Doctors say injuries to texters-while-walking are increasing, some say ban may be needed

Emergency room doctors say injuries are up

DELRAY BEACH, Fla. - We finally have a state law against texting while driving.

But how about texting while walking?

It's a growing - and dangerous - problem in South Florida.

"A lot of people make the choice of what's happening with your friends instead of what's happening right now," said Daniel Luna of Delray Beach.

Texting While Driving (TWW) is everywhere.

A few cities around the country have even banned it.

There are YouTube compilations of some unfortunate incidents.

It has also given doctors at Boca Regional Urgent Care a new worry.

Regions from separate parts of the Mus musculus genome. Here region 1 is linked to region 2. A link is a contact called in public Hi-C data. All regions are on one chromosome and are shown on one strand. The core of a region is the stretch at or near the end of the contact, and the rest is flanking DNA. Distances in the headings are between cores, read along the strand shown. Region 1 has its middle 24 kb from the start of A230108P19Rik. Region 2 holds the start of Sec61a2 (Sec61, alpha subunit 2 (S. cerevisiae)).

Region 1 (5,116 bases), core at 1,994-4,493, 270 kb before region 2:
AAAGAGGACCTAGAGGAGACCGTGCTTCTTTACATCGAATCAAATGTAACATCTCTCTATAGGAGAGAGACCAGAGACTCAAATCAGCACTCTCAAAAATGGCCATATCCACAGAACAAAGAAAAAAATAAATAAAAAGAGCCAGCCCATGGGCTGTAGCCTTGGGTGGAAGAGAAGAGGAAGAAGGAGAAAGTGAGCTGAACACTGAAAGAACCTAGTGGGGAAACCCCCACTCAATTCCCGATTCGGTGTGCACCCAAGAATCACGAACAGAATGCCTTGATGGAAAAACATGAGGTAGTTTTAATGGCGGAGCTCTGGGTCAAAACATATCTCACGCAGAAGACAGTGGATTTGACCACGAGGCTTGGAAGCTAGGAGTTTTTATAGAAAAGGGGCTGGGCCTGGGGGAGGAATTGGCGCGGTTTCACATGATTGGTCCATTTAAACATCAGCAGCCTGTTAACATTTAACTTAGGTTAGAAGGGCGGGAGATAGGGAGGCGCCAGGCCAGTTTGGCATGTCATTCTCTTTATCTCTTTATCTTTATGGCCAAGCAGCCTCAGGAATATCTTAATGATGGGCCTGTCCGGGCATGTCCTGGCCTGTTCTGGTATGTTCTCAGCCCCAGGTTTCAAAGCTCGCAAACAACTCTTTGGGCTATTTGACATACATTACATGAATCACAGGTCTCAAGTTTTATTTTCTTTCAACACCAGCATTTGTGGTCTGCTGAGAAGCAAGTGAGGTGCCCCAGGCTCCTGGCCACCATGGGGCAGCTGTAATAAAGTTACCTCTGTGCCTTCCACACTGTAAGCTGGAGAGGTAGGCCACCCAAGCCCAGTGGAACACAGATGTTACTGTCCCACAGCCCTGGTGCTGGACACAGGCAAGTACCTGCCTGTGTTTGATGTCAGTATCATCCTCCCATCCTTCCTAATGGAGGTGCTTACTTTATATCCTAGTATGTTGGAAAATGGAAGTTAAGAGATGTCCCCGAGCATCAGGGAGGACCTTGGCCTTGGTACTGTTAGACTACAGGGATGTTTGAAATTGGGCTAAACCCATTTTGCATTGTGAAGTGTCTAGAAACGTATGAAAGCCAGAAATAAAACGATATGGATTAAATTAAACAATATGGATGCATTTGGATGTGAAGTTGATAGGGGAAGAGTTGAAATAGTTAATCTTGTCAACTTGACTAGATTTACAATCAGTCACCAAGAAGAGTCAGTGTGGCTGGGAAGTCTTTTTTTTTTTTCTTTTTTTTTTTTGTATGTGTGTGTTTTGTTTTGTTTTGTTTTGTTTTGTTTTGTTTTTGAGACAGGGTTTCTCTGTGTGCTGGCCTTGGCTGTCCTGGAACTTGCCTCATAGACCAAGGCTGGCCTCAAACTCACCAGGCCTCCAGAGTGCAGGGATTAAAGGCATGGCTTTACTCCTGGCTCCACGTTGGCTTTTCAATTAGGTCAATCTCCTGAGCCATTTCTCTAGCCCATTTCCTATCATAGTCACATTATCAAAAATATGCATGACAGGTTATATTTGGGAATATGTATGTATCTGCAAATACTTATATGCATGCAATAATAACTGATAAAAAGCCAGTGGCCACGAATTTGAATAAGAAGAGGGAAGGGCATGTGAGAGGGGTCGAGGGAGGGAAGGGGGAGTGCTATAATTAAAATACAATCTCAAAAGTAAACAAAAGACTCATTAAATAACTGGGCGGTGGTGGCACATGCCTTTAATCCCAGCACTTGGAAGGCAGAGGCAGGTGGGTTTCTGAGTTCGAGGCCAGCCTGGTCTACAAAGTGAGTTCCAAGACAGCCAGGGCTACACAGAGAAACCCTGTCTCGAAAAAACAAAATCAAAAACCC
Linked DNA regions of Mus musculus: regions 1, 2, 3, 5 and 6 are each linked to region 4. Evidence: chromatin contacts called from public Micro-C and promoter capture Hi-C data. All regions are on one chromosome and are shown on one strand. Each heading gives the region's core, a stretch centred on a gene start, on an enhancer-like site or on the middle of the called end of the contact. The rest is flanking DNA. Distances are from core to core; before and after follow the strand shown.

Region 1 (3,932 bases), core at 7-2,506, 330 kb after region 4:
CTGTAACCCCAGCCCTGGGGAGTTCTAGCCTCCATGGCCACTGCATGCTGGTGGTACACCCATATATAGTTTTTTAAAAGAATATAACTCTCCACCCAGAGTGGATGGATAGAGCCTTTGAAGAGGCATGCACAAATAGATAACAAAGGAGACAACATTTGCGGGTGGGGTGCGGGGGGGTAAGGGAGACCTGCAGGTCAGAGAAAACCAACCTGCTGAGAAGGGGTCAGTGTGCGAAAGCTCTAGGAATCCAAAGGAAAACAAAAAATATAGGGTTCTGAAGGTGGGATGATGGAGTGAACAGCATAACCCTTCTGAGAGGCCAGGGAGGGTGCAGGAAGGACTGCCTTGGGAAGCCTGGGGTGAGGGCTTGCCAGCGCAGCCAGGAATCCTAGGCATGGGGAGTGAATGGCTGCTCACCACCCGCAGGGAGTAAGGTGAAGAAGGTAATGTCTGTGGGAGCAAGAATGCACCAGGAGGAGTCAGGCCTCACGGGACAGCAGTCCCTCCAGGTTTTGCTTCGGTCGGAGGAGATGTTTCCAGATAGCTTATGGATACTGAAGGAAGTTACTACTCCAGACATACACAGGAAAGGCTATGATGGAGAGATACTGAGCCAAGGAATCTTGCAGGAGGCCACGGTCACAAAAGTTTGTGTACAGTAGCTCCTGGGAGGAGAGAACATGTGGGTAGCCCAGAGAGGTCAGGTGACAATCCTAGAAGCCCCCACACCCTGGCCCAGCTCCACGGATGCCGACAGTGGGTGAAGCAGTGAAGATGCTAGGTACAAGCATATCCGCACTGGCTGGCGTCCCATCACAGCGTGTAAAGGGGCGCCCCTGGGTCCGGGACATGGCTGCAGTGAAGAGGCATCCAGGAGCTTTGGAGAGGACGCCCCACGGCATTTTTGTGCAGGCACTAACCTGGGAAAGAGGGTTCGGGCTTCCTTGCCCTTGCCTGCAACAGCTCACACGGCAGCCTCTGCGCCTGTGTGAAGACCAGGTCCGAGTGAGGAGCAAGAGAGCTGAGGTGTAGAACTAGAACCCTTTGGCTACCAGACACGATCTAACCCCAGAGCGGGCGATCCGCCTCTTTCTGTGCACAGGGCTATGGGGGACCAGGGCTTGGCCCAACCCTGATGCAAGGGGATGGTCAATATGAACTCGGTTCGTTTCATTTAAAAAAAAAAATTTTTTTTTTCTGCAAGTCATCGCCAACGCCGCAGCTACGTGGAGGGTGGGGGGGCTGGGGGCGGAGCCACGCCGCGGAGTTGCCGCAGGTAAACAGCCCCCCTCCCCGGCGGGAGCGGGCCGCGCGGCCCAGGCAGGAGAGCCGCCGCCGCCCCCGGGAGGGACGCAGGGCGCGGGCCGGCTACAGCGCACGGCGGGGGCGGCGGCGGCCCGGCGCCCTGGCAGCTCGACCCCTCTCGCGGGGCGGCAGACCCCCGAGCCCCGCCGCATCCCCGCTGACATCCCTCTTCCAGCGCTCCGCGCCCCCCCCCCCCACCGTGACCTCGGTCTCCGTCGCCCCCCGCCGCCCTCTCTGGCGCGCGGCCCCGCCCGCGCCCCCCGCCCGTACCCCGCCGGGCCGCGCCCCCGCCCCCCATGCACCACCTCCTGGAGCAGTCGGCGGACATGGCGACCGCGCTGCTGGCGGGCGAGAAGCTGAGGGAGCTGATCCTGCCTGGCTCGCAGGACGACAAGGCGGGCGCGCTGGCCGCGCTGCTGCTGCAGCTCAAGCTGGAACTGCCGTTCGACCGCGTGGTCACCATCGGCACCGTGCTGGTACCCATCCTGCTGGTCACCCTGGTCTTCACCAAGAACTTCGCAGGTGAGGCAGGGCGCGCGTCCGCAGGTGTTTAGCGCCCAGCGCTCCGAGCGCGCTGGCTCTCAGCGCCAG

"Walking into a telephone pole as they're on their phone and breaking their nose," said Dr. Aryeh Pessah. "Someone two weeks ago tripped and fell, broke their wrist."

Texting while walking is getting so much attention now because of how much of a problem its become.

Back in 2005, the Journal of Accident Analysis found there were only 256 texting while walking injuries.

But in 2010, that problem more than quintupled with more than 1,500 accidents reported.

"I'm all for a law," said Ed Rusher, who was visiting Delray Beach. "The injuries have increased so much, it's getting to a point where it's a public hazard."

Dr. Pessah once had a patient who sliced their head open after being knocked into by someone who was TWW.

Some say the sense of danger is stronger than the addiction to their phones.

"I don't text and walk because I'm just not capable," said Pat Demartino of Delray Beach. "I will talk and walk, texting no."

State Rep. Irv Slosberg, who is a major backer of driving while texting laws, says that when it comes to a texting-while-walking ban, "You can't legislate everything."

 

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